Wednesday, September 30, 2009
Choose Your Education Wisely
Tip # 192 - Choose Your Education Wisely. An education is never wasted, although the money you pay for it might be. When planning what education you are paying for in order to find a job, choose wisely. It always pays to have a degree, certificate, license, or knowledge from a field that is in demand in your area. One doesn’t need to be a doctor, lawyer, or accountant to make a good living, but having a qualified skill always makes sense. Learning something such as cutting hair, fixing transmissions, or being a dental hygienist can go a longer way than other educational pursuits that aren’t as specific. Some of these can even be gotten without shelling out big bucks for your education.
Perhaps you have a degree in sociology and can’t find a job? If there is a demand for teachers then you may be able to take a fast-track course load to certification to teach in your state. Or maybe you always dreamed of going to college to become a lawyer, but don’t have the time or money to do so now. How about looking into a paralegal certification? Jobs that require specific skills or knowledge are always in demand. If you don’t have those skills then look into what you can do to acquire them to enable you to get a good job.
Sure learning about Aristotle may be thought provoking or having knowledge of mid-eighteenth century artists may be interesting, but if this knowledge cannot translate into a good-paying job, it may not be worth it to you at a time when you are struggling to earn money. Concentrate instead on specific skills that can lead you to a career. You can always concentrate on your interests as a hobby. But in this economy, be realistic and learn a skill that is in demand.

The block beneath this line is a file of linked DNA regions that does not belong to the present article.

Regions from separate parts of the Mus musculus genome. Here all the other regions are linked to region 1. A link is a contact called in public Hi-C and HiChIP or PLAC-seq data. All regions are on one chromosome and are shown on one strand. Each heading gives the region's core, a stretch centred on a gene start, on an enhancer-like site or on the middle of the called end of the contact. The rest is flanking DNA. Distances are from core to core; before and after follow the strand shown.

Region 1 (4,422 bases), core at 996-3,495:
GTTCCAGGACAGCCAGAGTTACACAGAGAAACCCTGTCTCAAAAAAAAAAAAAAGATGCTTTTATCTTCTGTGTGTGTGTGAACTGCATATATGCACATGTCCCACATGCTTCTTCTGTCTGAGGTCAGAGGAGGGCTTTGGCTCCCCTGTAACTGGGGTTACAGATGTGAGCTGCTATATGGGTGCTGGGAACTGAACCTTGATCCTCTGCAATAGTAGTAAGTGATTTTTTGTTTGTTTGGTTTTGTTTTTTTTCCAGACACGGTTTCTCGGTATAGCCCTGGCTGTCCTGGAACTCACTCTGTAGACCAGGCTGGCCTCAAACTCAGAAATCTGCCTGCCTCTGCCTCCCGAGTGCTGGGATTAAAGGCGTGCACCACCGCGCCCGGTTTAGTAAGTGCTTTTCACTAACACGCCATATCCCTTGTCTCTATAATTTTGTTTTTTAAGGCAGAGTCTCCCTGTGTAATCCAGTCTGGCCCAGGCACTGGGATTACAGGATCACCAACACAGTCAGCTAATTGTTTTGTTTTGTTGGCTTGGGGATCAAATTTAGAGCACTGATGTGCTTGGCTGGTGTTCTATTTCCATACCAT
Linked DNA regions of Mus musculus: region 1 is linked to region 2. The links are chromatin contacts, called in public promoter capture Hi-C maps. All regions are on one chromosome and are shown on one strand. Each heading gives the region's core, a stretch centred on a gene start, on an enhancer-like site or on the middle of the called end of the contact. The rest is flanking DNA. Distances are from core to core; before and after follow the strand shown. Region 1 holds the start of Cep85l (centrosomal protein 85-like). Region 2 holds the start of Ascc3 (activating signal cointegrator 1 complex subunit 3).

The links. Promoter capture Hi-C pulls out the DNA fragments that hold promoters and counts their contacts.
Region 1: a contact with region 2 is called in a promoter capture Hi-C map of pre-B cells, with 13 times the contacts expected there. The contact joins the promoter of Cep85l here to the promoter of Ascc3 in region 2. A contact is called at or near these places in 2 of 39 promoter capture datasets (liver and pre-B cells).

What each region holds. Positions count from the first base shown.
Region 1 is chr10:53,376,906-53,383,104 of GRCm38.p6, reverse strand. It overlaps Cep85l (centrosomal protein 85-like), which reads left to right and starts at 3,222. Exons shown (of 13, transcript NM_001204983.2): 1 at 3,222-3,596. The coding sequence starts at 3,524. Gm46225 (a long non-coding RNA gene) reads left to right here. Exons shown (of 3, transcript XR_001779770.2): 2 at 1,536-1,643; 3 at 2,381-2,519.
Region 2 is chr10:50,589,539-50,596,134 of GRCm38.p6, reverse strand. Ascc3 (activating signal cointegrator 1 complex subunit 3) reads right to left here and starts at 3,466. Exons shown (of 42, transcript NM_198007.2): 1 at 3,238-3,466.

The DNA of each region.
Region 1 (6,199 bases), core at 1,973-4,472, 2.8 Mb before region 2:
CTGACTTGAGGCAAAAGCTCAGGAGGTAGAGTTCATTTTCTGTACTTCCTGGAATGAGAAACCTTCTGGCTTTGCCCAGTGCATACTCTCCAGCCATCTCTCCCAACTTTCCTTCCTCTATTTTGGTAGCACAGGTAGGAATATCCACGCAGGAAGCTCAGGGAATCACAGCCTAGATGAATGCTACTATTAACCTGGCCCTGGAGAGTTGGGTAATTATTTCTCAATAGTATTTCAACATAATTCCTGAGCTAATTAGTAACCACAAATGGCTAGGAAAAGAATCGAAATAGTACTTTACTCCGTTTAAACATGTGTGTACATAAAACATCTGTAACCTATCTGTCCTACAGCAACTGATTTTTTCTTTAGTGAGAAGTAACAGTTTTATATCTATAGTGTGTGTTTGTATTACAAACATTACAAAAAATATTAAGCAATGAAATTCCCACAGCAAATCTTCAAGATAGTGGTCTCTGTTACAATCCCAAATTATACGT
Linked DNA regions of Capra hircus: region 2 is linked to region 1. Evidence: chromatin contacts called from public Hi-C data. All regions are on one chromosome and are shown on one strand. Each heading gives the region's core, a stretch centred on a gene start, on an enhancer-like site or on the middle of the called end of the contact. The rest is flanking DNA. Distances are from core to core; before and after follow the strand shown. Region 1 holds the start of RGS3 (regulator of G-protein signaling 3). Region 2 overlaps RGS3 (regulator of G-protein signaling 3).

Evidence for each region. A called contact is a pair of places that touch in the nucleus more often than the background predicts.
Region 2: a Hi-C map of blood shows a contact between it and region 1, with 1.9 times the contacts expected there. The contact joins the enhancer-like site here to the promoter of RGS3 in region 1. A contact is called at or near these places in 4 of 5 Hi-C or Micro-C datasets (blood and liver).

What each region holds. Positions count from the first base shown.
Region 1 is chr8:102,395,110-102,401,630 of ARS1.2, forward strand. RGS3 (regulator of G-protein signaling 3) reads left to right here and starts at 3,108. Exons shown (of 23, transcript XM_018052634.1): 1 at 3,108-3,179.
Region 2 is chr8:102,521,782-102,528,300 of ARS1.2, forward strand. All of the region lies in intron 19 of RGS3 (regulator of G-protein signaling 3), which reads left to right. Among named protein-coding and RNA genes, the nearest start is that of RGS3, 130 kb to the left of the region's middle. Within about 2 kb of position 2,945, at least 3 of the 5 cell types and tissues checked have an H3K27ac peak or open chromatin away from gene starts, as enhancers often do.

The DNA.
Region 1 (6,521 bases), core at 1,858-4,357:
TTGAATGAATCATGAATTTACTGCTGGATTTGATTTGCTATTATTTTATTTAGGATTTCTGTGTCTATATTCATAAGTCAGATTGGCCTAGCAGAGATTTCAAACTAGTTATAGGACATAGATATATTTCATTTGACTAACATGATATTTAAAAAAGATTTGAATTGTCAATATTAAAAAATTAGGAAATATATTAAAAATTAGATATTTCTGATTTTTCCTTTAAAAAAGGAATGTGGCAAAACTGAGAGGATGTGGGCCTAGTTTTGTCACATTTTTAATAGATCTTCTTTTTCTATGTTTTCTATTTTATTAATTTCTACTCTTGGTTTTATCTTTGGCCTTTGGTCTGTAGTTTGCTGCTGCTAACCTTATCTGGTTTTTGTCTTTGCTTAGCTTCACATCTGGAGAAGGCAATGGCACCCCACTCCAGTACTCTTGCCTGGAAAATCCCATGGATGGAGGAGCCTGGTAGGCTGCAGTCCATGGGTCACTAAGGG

In Real Life (IRL) – Throughout my childhood I always excelled in math. And I thought I wanted to be a math teacher when I grew up. However, I felt that I could do “more” or be in a more prestigious/higher-paying job. So when I went away to college I chose to major in business administration with a concentration in finance. The problem is, unless you have specific accounting skills, it is sometimes hard to break into a field that requires experience and business know-how or further certifications. I did get a decent entry-level job but it was in the life insurance industry, which wasn’t exactly my cup of tea (is it anybody’s?). So I went back to school for statistical research, hoping to land a job in educational research. And I did. However, it turned out to be more of a writing and training job rather than a statistical research one. And I’m afraid my knowledge of statistics is now buried in cobwebs behind my knowledge of how-to-snap-a-cloth diaper while talking to my daughter about her book report somewhere in my left brain. If and when I go back to the working world, I don’t feel confident to get a job in the area I studied.
That leaves me with looking at my skills set that an employer would want to hire me for, and feeding a baby while cooking dinner skills aside, I’m not sure I have any concrete ones that an employer would find attractive. And now I am wishing I went for that mathematics education degree after all. Teachers in our area are still in demand, especially math teachers. So now I am thinking that one day soon I may go back for one of those accelerated second-career-as-a-teacher-programs, which was probably what I should have done to begin with. My sister who has an advertising degree who went back for a special education degree and license; my brother who majored in accounting who is sitting for the CPA exam this year, and my husband who majored in communications but got his insurance license would probably agree with me. Specific skills are marketable. That’s where the jobs are.